More than 24 churches installed a facial-recognition system to monitors which members of the flock have actually shown up for the Sunday sermon. The system is called Churchix and was ironically developed by Israeli software company, Face-six.
It continually scans the CCTV feed and matches congregation members to a pre-existing database of their faces — reportedly with 99 percent accuracy. Basically it means that if the priest meets someone in the street and tells you “I didn’t see you in church on Sunday”, it is because he has an app to tell him that.
Face-Six CEO Moshe Greenshpan told Churchmag said that church events are the church way to interact with its members, and naturally the attendance to those events is very important.
“Event attendance stats help the church to measure the success of each event, see what event types are more popular than others and also track the attendance of specific members.”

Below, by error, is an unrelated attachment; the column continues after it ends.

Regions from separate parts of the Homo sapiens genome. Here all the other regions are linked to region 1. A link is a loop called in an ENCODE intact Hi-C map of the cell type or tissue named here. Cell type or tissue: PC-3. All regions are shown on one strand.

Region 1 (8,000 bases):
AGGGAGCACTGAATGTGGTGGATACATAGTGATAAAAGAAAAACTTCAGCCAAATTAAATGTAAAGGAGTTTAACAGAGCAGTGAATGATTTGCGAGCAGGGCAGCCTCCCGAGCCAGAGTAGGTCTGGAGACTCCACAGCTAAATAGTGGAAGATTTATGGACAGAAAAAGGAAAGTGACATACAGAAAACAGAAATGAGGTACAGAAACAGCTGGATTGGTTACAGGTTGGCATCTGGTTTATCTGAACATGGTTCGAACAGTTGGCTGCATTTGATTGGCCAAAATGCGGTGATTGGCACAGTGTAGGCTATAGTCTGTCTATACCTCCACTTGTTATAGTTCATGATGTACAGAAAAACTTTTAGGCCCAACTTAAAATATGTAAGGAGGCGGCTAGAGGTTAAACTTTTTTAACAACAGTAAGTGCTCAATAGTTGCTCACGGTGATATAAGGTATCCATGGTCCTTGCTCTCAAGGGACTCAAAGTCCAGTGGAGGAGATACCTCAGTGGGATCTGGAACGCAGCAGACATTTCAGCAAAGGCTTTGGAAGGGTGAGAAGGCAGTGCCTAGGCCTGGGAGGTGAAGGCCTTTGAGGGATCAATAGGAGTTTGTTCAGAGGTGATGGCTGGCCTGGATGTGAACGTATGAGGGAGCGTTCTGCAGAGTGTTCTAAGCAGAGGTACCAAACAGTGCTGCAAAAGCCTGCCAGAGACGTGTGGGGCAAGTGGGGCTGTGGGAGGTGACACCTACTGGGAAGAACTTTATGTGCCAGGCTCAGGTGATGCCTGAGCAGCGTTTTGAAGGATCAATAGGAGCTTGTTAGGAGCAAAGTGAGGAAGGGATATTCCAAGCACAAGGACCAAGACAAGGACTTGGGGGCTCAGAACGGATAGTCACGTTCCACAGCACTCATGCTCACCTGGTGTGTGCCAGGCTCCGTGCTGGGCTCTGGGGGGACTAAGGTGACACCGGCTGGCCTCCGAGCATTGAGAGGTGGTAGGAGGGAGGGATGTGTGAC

That way, church officials can monitor everything from the gender ratios of attendees at specific events to ensure that elderly or infirmed church-members haven’t suddenly stopped coming around.
Needless to say there are a few people who have a problem with this. Emma Carr, director of Big Brother Watch, told the Mirror, “This is a clear example of completely over-the-top use of technology. Churches have managed to note who is in their congregation for hundreds of years without resorting to highly intrusive means.”
True but then they also relied on God rather than technology and he does tend to move in mysterious ways.